General Motors has grown quiet on the topic, but just a few years ago the automaker was making considerable noise in support of E85. A mixture of 85 percent ethanol and 15 percent gasoline, E85 was seen—and still is seen by many—as a means of reducing America’s dependence on petroleum, especially imported petroleum.
While the buzz surrounding E85 has died down, there remain a number of vehicles on the market designed to run on the blended fuel. The big question is, why would you consider using E85? A few thoughts on the topic:
E85 versus Gasoline
When equipped with the right engine (sometimes, the E85-capable engine is optional), all these vehicles can run on conventional gasoline or E85 ethanol-blended fuel with no modification and little difference in performance. It’s this flexibility that gives them the nickname “flex-fuel” vehicles.
Proponents of E85 offer plenty of reasons to buy a flex-fuel vehicle. First of all, when using E85, your car will pollute less, and you’ll also be supporting America’s energy independence.
E85 produces fewer harmful exhaust emissions than conventional gasoline. Proponents add that utilizing this renewable energy source helps stretch the earth’s finite supply of fossil fuels. They also position E85 as a boon for American jobs and agriculture. According to E85 supporters, the homegrown fuel helps the nation’s trade balance and reduces tax dollars and military resources needed to secure our supply of foreign oil.
The ethanol sold in North America is derived from plant material, mostly corn. Because its raw materials come mostly from U.S. farms and are distilled in U.S. refineries, ethanol is touted as a renewable energy source that has the potential to reduce America’s dependence on foreign oil.
Some people argue that the most widely used method of turning corn into ethanol–at least in this country–isn’t really practical (see Cons, below). However, other methods are being developed that are much more efficient, which may make the flex-fuel vehicle you buy today far more attractive in years to come. In the meantime, it’s perfectly happy to run on conventional gasoline.
While using E85 certainly has its positives, there are also significant negatives.
Your mileage will suffer when you run on E85 ethanol because it doesn’t contain as much energy as regular-grade gasoline. According to EPA estimates, vehicles get 25 to 30 percent worse fuel economy when running on E85 than they do on gasoline. That means you’ll be able to drive 25-30 percent fewer miles on a tank of fuel. Also, E85 would have to be at least 25-30 percent cheaper than gasoline to break even on cost, and often it’s not. Furthermore, simply finding a place to fill up on E85 ethanol is a challenge because most pumps are located in the Midwest or on private or government property.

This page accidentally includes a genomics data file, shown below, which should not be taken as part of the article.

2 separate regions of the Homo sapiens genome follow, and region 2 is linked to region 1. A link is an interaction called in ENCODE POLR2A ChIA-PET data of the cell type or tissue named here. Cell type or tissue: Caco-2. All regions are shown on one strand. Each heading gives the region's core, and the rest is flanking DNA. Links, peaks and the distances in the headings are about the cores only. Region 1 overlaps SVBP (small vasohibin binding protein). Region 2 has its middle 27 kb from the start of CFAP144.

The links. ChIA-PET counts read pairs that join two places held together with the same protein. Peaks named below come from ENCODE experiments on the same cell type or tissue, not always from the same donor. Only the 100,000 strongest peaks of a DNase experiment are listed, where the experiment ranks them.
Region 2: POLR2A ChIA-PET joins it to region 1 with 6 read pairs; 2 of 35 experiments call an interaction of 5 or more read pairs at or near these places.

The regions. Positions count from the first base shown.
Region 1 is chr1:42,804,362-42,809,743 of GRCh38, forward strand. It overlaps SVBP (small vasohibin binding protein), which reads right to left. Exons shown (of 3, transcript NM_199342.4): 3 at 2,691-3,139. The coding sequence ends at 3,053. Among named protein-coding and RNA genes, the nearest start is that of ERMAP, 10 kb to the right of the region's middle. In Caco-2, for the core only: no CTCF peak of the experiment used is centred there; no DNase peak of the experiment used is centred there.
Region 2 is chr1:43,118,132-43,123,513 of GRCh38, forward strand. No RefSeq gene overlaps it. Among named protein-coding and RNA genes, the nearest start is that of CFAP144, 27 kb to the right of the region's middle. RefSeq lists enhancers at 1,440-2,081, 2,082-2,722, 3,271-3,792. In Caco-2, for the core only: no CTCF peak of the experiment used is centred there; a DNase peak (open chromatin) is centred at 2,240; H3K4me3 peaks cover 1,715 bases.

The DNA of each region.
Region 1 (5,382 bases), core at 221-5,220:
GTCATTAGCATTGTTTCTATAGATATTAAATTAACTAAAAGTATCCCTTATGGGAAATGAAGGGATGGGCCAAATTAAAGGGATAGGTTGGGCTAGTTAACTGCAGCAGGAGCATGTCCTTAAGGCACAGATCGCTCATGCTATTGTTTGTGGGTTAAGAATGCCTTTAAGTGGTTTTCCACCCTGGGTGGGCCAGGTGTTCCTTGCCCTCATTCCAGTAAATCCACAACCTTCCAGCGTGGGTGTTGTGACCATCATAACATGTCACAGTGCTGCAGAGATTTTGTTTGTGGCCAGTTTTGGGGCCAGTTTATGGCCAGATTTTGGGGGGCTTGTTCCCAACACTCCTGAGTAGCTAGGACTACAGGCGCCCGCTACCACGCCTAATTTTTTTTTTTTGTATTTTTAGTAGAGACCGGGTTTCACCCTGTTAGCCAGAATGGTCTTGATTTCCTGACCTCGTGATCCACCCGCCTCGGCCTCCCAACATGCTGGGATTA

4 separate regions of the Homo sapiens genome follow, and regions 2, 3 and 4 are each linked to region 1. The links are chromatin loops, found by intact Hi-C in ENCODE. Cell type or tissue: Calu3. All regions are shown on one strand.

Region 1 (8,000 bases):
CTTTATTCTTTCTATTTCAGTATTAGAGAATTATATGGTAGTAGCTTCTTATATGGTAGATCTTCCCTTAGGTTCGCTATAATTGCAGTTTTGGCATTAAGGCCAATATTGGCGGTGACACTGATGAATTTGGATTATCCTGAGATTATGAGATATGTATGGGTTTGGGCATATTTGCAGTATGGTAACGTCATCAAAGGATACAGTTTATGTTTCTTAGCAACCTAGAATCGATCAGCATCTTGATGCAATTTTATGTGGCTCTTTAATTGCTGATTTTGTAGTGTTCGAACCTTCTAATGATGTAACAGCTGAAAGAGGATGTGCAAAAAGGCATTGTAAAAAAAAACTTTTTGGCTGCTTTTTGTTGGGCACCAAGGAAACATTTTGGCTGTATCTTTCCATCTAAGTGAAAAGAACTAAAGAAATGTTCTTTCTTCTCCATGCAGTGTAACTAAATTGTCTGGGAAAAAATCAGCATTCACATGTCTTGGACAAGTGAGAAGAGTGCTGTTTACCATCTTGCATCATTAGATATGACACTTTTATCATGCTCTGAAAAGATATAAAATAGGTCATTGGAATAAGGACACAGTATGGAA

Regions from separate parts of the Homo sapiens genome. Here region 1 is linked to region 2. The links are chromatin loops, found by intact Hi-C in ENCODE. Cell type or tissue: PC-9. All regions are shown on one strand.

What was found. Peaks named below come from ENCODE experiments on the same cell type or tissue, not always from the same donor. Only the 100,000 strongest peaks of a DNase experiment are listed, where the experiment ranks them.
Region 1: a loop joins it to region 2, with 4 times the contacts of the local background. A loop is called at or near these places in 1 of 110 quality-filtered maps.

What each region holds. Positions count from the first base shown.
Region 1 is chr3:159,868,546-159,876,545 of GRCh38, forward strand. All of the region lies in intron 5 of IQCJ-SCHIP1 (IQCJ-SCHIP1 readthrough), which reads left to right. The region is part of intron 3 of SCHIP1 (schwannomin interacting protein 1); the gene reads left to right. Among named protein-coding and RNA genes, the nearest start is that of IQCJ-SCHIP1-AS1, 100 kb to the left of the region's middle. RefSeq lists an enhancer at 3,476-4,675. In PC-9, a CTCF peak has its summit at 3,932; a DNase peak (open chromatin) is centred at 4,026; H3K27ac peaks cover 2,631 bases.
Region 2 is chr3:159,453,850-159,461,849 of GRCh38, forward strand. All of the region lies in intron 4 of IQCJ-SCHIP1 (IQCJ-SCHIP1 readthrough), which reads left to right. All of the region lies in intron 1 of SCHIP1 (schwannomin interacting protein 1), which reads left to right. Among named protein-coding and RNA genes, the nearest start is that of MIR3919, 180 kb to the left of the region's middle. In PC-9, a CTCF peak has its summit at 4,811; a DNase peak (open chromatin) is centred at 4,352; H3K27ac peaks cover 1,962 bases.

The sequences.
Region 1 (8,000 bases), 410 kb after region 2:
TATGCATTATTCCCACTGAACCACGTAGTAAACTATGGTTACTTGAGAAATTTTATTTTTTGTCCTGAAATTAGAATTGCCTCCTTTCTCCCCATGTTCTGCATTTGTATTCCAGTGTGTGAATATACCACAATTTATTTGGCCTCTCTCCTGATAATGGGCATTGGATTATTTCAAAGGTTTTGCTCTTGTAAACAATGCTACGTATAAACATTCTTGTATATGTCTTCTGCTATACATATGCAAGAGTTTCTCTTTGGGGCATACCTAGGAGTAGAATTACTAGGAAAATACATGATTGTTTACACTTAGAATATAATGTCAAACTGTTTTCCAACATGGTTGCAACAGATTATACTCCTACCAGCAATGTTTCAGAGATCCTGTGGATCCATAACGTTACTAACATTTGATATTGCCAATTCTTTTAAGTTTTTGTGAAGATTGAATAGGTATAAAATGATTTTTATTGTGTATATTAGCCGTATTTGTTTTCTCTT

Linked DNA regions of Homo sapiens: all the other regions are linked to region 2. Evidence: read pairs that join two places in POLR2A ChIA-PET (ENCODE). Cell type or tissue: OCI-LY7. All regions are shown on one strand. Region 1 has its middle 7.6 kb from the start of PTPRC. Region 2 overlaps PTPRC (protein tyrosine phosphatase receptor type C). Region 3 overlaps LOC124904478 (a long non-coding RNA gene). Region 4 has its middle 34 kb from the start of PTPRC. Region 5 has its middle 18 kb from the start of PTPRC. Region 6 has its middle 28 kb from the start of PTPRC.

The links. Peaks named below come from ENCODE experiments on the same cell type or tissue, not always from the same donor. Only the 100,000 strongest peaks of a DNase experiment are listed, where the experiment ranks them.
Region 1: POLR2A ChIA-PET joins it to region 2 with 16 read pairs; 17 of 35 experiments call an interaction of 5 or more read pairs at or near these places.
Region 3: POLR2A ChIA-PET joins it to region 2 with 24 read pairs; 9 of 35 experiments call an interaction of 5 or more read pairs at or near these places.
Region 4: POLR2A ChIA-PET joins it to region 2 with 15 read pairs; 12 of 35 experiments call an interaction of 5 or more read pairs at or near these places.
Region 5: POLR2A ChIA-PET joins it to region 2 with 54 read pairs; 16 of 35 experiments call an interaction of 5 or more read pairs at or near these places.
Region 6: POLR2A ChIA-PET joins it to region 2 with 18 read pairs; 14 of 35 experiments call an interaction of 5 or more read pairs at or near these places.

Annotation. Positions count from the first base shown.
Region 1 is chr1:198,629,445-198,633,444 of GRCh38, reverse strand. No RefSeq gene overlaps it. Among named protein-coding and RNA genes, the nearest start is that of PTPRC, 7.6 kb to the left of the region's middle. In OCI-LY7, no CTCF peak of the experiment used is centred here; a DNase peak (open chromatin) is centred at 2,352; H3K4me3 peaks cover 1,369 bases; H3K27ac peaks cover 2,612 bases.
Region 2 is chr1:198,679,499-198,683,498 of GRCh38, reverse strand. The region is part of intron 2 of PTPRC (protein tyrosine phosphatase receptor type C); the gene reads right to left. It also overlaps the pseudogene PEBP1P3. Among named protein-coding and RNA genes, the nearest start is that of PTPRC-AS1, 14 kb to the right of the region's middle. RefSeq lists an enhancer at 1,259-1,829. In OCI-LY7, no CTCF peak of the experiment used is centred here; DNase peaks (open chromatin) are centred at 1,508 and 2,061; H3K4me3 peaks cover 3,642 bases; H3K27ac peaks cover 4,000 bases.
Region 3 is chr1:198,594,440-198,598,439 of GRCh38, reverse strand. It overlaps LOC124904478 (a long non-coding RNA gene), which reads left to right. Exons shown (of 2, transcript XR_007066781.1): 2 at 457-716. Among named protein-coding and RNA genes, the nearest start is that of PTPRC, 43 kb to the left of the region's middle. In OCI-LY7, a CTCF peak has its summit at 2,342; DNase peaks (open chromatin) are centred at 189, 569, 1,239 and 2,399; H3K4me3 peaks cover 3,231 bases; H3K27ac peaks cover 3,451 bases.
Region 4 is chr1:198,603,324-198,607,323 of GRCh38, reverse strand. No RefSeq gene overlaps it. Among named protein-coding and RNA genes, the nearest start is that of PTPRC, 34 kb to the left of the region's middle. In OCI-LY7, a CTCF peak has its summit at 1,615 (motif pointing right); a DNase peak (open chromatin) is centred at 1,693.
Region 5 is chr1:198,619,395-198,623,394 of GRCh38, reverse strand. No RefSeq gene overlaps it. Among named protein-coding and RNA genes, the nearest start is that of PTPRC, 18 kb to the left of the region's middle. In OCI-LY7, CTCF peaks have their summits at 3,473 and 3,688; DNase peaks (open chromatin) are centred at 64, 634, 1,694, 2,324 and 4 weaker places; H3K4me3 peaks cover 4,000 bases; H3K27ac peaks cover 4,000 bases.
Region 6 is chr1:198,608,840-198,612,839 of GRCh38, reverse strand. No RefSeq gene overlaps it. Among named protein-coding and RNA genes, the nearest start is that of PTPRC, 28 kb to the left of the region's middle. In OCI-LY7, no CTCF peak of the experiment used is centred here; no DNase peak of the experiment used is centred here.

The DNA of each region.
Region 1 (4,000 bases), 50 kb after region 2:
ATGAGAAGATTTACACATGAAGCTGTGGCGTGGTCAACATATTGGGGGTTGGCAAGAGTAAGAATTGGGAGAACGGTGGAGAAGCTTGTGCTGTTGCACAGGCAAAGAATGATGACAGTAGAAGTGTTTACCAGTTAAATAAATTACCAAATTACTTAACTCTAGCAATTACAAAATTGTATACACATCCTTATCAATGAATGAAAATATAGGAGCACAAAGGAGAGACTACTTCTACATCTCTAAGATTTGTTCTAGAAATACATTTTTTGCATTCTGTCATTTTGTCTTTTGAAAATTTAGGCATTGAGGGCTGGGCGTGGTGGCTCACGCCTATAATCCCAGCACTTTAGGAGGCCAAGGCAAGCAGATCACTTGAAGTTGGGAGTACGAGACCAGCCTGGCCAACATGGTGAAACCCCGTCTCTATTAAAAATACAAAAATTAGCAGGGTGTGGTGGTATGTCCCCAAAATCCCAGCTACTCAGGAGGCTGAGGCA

Another concern is that most ethanol currently produced in this country is made from corn kernels. This is the same corn that is used as feed for livestock, which tends to put a greater strain on supply–with increased prices being the result. Methods of making ethanol from non-food organic matter have been developed, but are they not yet in widespread use.
American automakers, stung by criticism that they lagged Japanese rivals in production of gas/electric hybrid vehicles, once embraced E85 under the umbrella of energy conservation and independence. (By 2011, some 8 million flex-fuel vehicles were already on America’s roads.) The Detroit Three’s top executives lobbied for increased government support of ethanol production. And the companies funded campaigns to promote the use of E85 and the installation of more E85 pumps at gas stations.
But E85 has come under increasing scrutiny. Critics derided the millions of dollars in tax subsidies provided to ethanol producers, labeling them government handouts that went primarily to giant agricultural interests and big-corporation refineries. In response, Congress decided to stop subsidizing ethanol, ending on January 1, 2012 a practice that had lasted for more than three decades. As a result, the price of E85–already of questionable economic merit–has likely increased.
Detractors also note that lots of non-renewable diesel and gas is consumed to grow, transport, and process corn that becomes ethanol. Some maintain it requires more energy to produce ethanol than ethanol itself provides. In addition, the EPA acknowledges that putting more flex-fuel vehicles on the road could raise levels of some types of harmful air pollution.
The issue of flex-fuel vehicles will be debated for years to come. If you’re a supporter of the technology and are interested in buying a flex-fuel vehicle, check out this link to the U.S, Department of Energy’s list of available Flex-fuel vehicles at fueleconomy.gov:
Note that the new vehicles listed (2014 and some 2015 models) are in order of combined (city/highway) fuel economy, highest first. Some vehicles are listed more than once due to multiple engine or transmission offerings. Cars range from the compact Ford Focus up through midsize and full-size models, including some premium “high-end” vehicles from Audi, Jaguar, and Mercedes-Benz. Many SUVs are also on the list, ranging from the midsize Chevrolet Equinox/GMC Terrain, up through full-size vehicles and premium models. The Chrysler Town & Country and Dodge Grand Caravan minivans are on the list, as are nearly all full-size pickups.
On that site is also a “Modify Search” button that allows you to search back through earlier model years for used cars that can run on E85. Note that although the pull-down menu permits you to choose back to 1984, the first models listed are from the 2000 model year. If you want more information on any car you find on that list, we invite you to visit Consumer Guide’s website at consumerguide.com for both new and used-car reviews going back to 1990.